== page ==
3. Drop The Bundle
Just in case this all sounds too neat and easy let me assure that six months later I still haven’t worked out how to live in this new reality that doesn’t include Mum. Outwardly, I’m mostly fine. Inwardly I’m mostly a mess.

If expectations are a bundle, I’ve dropped them many times. Some of what I miss about Mum is pure and healthy, like my sadness when she isn’t present for milestones and gatherings. Some of what I miss is my own shit. I can’t replace 47 years of unconditional affirmation and need to find it within, like I’ve always said to everyone else.

There are no rules for this experience, no blue prints and no shortcuts. Expect the unexpected in grief, as in life, as in death. That’s all I’m left with. So let me leave it there.

ps, if you are going through your own experience of grief, my heart goes out to you. To help navigate your way through grief, please click here to get your Healing Grief seeds of encouragement.

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  1. Janet Jehle says:

    Ian,  Yes — Losing your mom. It keeps on happening — in so many ways — and not according to plan. Byron Katie — I saw her at speak at Harvard — sometime around 1985 — I remember thinking “I get it… I don’t get it… do I get it?”It seems that is often the way it goes.     

  2. ian says:

    Yes Janet that is exactly how I feel. I get it. I don’t get it. Do I get it? Thank you. Love to you all your family.

  3. Heather Lee says:

    It’s weird, isn’t it Ian? That steeling yourself for something awful; wondering how much you should prepare and how much you need to just meet it a it comes.  – and in the meantime a special human is here and needs attention. Expectation; reality; grief; being stuck; floating free and discombobulation. Thank you for putting some of your thoughts here.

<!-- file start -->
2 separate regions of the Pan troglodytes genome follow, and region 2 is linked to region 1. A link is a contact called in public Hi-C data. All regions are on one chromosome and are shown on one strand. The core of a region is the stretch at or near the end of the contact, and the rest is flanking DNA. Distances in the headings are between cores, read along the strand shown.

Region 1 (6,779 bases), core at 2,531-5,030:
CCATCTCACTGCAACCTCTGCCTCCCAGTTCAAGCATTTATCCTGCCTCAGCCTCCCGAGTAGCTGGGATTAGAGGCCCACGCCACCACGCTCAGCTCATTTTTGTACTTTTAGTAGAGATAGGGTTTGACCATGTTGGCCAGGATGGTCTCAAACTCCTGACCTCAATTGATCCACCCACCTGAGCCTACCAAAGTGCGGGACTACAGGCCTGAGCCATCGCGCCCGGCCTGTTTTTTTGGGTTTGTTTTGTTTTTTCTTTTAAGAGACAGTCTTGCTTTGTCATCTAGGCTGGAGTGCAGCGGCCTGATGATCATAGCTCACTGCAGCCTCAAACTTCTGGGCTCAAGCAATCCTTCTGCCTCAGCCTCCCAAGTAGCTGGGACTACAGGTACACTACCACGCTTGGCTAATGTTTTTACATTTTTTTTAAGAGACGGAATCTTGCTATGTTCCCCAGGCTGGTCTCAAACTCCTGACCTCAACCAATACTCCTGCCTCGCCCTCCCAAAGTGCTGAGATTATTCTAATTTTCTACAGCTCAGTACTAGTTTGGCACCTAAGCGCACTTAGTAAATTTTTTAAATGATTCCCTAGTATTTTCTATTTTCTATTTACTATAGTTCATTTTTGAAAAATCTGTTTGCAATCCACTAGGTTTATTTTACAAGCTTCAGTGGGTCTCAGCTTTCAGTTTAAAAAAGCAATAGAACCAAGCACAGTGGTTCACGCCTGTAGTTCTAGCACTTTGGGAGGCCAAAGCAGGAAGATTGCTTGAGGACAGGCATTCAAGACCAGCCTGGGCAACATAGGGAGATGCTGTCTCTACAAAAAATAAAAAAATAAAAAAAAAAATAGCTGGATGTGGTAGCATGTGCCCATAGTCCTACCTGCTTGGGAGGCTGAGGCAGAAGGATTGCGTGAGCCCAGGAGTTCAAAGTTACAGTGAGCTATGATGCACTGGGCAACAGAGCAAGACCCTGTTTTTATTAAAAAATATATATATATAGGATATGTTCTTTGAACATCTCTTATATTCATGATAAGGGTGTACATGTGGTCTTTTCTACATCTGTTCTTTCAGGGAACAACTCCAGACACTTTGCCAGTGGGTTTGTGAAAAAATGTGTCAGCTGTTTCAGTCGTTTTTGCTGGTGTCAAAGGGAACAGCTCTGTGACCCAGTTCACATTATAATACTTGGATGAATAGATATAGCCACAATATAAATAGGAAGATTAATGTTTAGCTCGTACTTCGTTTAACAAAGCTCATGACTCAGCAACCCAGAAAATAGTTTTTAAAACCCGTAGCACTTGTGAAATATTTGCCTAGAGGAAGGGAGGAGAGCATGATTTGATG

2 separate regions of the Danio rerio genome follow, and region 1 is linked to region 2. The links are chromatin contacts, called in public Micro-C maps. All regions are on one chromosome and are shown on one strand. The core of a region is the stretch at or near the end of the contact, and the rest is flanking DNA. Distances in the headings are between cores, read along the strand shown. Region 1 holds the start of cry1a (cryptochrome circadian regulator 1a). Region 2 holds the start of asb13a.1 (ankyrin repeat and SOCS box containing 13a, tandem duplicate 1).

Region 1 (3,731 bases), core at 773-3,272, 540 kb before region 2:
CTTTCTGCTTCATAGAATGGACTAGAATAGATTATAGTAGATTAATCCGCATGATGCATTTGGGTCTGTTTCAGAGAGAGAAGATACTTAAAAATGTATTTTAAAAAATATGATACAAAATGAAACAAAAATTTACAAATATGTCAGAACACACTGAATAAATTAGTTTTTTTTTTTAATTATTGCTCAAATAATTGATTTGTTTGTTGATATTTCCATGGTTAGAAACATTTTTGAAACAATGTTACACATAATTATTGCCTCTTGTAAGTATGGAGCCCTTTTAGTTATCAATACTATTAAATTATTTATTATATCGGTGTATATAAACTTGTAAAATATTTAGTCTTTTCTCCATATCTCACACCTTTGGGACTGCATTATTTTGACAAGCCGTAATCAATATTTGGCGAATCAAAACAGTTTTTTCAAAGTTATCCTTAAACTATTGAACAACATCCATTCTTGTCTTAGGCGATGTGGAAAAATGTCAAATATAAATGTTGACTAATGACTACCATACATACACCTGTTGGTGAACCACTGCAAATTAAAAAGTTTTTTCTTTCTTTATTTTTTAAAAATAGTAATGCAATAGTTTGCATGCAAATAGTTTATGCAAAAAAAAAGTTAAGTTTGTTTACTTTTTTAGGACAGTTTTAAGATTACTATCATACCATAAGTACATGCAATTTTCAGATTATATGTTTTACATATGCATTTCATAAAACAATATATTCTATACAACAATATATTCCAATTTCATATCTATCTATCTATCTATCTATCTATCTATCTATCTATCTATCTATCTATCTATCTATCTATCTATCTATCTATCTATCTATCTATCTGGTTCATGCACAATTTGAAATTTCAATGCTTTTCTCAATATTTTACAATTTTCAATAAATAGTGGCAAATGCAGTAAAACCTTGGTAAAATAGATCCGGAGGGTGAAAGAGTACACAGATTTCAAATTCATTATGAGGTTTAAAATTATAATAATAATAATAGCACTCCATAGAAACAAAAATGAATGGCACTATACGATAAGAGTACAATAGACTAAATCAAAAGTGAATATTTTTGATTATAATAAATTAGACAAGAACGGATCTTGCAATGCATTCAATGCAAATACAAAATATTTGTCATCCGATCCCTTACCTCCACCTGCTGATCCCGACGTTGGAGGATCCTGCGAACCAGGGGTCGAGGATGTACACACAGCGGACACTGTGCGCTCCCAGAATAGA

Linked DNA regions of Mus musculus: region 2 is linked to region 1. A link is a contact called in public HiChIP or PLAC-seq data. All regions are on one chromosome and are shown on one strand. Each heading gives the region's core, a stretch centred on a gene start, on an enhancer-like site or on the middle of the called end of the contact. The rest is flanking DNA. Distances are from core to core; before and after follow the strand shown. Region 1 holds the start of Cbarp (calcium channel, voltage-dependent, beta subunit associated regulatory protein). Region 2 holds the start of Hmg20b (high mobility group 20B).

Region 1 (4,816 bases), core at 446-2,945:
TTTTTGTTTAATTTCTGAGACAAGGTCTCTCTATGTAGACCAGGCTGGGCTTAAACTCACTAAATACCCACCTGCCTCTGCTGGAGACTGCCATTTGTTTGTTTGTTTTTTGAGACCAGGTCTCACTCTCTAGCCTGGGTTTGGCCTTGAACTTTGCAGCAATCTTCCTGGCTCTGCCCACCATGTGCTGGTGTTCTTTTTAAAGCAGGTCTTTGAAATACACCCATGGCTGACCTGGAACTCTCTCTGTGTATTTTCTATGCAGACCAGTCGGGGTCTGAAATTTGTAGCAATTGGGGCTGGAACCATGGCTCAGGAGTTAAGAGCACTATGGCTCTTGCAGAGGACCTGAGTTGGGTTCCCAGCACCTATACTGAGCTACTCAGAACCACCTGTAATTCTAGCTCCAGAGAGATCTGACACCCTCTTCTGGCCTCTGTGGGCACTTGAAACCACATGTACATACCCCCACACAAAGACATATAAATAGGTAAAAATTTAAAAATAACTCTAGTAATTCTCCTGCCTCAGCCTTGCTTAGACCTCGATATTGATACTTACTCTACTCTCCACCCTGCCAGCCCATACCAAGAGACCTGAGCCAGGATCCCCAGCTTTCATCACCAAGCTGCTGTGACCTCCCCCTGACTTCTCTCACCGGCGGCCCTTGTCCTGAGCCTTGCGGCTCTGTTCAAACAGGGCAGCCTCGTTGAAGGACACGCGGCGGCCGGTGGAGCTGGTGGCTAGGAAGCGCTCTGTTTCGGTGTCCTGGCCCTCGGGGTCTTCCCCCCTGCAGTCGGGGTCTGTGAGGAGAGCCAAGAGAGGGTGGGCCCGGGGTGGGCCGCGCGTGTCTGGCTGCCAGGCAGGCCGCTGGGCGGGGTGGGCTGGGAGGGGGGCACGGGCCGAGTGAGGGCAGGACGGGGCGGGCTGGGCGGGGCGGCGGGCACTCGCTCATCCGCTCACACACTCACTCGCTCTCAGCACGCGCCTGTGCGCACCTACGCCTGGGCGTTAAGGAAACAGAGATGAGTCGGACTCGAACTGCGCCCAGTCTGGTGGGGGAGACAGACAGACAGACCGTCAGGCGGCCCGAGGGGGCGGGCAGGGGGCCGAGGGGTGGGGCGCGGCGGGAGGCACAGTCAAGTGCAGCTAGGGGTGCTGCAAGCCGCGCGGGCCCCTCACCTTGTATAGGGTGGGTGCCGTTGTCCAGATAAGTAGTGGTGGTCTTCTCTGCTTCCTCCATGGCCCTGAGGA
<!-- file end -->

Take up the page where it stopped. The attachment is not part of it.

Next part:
4. ian says:

    Yes indeed Heather. Expectations, like worry, can drag us away from the present. Thanks for using one of my favourite words, discombobulation. Love it. 🙂

  5. Michael Krainak says:

    Ian:  I am very sorry to hear about the loss of your Mum.  Thank you for sharing your thoughts.   My own mother died almost 30 years ago.  I still miss her dearly.  More recently I lost my closest brother and my sister.  For me, it points to the Eternal – that which is beyond time.  The Eternal parts of my mother, father, brother and sister live on.  These is a great joy in the Eternal. What a great blessing each soul is.  Life is a means to honor them.  Your Mum must have been an awesome soul – because she gave us you.  For the affirmation that was once in your Mum for you – continues in the many you have affirmed (including me that now return that affirmation  to you).  Oh yes, your Mum’s Eternal soul lives.   Peace.

  6. Helen says:

    We all have to go through this at some time and regardless of how prepared you think you are, you aren’t.  As much as you think you have made peace with the past and with the person passing, you haven’t.  It kind of creeps in on you and lets you know that that person will never be in that form again.  All I can say after 1 1/2 years of my mom passing, is keep loving what she meant to you and keep honoring her by being you!Big hugs! 

  7. Pam says:

    Ian:  what a coincidence to read your blog today, the 30th anniversary of my dad’s passing.  He was just 52.  I appreciate your perspective on expectations.  Although you will never be as you were while your mother was with you, I wish for you healing and the “expectation” to move forward.